The healthy crew, clean vessel, and set departure date triad: Successful control of outbreaks of COVID-19 on board four cargo vessels

Tudor A. Codreanu, Nevada Pingault, Edmond O'Loughlin, Paul K. Armstrong, Benjamin Scalley

Research output: Contribution to journalArticlepeer-review

6 Citations (Scopus)


Background: A variety of infectious diseases can cause outbreaks on board vessels, with both health and economic effects. Internationally, Coronavirus Disease 2019 (COVID-19) outbreaks have occurred on numerous cruise and cargo vessels and the containment measures, travel restrictions, and border closures continue to make it increasingly difficult for ship operators world-wide to be granted pratique, effect crew changes, and conduct trade. An effective outbreak management strategy is essential to achieve the outcome triad - healthy crew, clean vessel, and set departure date - while maintaining the safety of the on-shore workers and broader community and minimizing disruption to trade. This report describes the principles of COVID-19 outbreak responses on four cargo vessels, including the successful use of one vessel as a quarantine facility. Methods: Established principles of management and the experiences of COVID-19 outbreaks on cruise ships elsewhere informed a health-lead, multi-agency, strict 14-day quarantine (Q) regime based on: population density reduction on board; crew segregation; vessel cleaning and sanitation; infection risk zones, access, and control measures; health monitoring; case identification and management; food preparation and delivery; waste management control; communication; and welfare and security. Findings: Sixty-five crew were diagnosed with Severe Acute Respiratory Syndrome Coronavirus-2 (SARS-CoV-2) infection (range 2-25; attack rate 10%-81%; 15 asymptomatic). No deaths were recorded, and only one crew was hospitalized for COVID-19-related symptoms but did not require intensive care support. Catering crew were among the cases on three vessels. All non-essential crew (n-EC) and most of the cases were disembarked. During the vessel's Q period, no further cases were diagnosed on board, and no crew became symptomatic after completion of Q. The outbreak response duration was 15-17 days from initial decision. No serious health issues were reported, no response staff became infected, and only two Q protocol breaches occurred among crew. Interpretation: Despite increasing risk of outbreaks on cargo vessels, maritime trade and crew exchanges must continue. The potential consequences of COVID-19 outbreaks to human life and to trade necessitate a balanced response. The principles described can offer health, financial, operational, and safety advantages.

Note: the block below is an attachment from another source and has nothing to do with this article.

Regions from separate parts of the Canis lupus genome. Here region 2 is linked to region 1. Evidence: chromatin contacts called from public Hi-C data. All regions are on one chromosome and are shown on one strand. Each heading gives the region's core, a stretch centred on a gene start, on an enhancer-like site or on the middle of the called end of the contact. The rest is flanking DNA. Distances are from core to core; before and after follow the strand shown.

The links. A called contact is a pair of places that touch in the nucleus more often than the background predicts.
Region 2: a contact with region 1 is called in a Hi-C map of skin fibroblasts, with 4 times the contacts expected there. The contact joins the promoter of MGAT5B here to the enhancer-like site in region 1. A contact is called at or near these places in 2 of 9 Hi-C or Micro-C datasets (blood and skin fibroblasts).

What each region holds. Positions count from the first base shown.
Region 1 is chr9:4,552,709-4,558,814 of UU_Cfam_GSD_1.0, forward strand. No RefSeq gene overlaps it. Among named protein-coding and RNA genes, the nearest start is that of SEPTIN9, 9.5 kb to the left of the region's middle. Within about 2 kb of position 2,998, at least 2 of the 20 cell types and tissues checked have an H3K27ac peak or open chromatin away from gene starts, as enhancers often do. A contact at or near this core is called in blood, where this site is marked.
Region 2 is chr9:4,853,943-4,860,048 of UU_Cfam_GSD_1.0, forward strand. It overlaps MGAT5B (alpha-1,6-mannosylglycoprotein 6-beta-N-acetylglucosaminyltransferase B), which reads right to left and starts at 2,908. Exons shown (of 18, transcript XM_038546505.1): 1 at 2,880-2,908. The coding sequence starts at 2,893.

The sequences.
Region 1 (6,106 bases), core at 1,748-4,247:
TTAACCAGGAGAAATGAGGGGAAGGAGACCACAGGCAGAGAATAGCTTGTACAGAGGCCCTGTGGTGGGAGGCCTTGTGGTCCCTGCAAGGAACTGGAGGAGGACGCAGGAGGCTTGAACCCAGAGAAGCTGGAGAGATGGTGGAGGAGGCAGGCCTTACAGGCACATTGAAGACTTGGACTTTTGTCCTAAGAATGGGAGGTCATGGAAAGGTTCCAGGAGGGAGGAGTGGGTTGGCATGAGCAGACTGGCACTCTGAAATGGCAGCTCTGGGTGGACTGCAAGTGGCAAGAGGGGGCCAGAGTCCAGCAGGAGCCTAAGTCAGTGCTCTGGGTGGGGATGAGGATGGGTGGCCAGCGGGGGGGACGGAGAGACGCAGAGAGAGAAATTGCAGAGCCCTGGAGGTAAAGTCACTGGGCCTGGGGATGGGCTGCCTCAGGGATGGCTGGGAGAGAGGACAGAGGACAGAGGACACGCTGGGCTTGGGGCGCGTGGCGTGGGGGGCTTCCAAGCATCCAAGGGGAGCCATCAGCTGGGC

Original languageEnglish
Pages (from-to)611-620
Number of pages10
JournalPrehospital and Disaster Medicine
Issue number5
Publication statusPublished - 9 Oct 2021


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